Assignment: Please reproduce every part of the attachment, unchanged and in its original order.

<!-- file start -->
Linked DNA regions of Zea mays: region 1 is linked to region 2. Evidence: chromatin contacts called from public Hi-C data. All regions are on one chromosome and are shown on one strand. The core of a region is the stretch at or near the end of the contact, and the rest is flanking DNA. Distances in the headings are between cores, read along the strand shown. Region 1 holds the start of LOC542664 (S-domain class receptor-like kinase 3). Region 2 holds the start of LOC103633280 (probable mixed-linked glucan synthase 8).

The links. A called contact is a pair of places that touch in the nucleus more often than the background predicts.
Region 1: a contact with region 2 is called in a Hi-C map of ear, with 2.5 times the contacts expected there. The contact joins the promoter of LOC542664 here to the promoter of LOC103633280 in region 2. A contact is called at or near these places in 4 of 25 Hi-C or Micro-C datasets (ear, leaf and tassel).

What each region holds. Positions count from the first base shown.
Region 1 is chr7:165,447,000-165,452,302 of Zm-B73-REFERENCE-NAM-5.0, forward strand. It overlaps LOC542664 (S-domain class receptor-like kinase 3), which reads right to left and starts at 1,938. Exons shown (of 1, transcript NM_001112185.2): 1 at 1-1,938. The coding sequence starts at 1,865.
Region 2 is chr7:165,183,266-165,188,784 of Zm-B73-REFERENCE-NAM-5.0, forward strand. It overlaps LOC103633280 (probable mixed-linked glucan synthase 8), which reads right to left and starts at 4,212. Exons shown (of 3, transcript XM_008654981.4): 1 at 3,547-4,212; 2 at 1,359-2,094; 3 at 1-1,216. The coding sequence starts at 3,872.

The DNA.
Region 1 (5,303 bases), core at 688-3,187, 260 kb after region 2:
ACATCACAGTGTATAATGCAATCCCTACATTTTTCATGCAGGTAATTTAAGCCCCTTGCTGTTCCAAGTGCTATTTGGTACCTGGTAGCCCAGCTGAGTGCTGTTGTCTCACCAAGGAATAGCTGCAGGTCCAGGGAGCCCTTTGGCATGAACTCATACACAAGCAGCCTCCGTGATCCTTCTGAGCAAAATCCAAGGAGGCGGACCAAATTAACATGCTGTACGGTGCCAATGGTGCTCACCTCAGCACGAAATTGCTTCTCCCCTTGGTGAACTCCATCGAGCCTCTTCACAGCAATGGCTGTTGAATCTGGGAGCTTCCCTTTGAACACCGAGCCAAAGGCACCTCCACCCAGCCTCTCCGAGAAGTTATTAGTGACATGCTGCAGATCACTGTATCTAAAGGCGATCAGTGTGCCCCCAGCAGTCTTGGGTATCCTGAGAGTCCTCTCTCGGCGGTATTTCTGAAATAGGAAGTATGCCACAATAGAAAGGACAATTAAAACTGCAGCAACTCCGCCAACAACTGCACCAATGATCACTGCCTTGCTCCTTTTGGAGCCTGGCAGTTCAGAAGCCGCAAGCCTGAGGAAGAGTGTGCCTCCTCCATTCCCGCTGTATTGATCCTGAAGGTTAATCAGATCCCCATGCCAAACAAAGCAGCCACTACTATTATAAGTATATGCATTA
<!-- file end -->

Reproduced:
Linked DNA regions of Zea mays: region 1 is linked to region 2. Evidence: chromatin contacts called from public Hi-C data. All regions are on one chromosome and are shown on one strand. The core of a region is the stretch at or near the end of the contact, and the rest is flanking DNA. Distances in the headings are between cores, read along the strand shown. Region 1 holds the start of LOC542664 (S-domain class receptor-like kinase 3). Region 2 holds the start of LOC103633280 (probable mixed-linked glucan synthase 8).

The links. A called contact is a pair of places that touch in the nucleus more often than the background predicts.
Region 1: a contact with region 2 is called in a Hi-C map of ear, with 2.5 times the contacts expected there. The contact joins the promoter of LOC542664 here to the promoter of LOC103633280 in region 2. A contact is called at or near these places in 4 of 25 Hi-C or Micro-C datasets (ear, leaf and tassel).

What each region holds. Positions count from the first base shown.
Region 1 is chr7:165,447,000-165,452,302 of Zm-B73-REFERENCE-NAM-5.0, forward strand. It overlaps LOC542664 (S-domain class receptor-like kinase 3), which reads right to left and starts at 1,938. Exons shown (of 1, transcript NM_001112185.2): 1 at 1-1,938. The coding sequence starts at 1,865.
Region 2 is chr7:165,183,266-165,188,784 of Zm-B73-REFERENCE-NAM-5.0, forward strand. It overlaps LOC103633280 (probable mixed-linked glucan synthase 8), which reads right to left and starts at 4,212. Exons shown (of 3, transcript XM_008654981.4): 1 at 3,547-4,212; 2 at 1,359-2,094; 3 at 1-1,216. The coding sequence starts at 3,872.

The DNA.
Region 1 (5,303 bases), core at 688-3,187, 260 kb after region 2:
ACATCACAGTGTATAATGCAATCCCTACATTTTTCATGCAGGTAATTTAAGCCCCTTGCTGTTCCAAGTGCTATTTGGTACCTGGTAGCCCAGCTGAGTGCTGTTGTCTCACCAAGGAATAGCTGCAGGTCCAGGGAGCCCTTTGGCATGAACTCATACACAAGCAGCCTCCGTGATCCTTCTGAGCAAAATCCAAGGAGGCGGACCAAATTAACATGCTGTACGGTGCCAATGGTGCTCACCTCAGCACGAAATTGCTTCTCCCCTTGGTGAACTCCATCGAGCCTCTTCACAGCAATGGCTGTTGAATCTGGGAGCTTCCCTTTGAACACCGAGCCAAAGGCACCTCCACCCAGCCTCTCCGAGAAGTTATTAGTGACATGCTGCAGATCACTGTATCTAAAGGCGATCAGTGTGCCCCCAGCAGTCTTGGGTATCCTGAGAGTCCTCTCTCGGCGGTATTTCTGAAATAGGAAGTATGCCACAATAGAAAGGACAATTAAAACTGCAGCAACTCCGCCAACAACTGCACCAATGATCACTGCCTTGCTCCTTTTGGAGCCTGGCAGTTCAGAAGCCGCAAGCCTGAGGAAGAGTGTGCCTCCTCCATTCCCGCTGTATTGATCCTGAAGGTTAATCAGATCCCCATGCCAAACAAAGCAGCCACTACTATTATAAGTATATGCATTA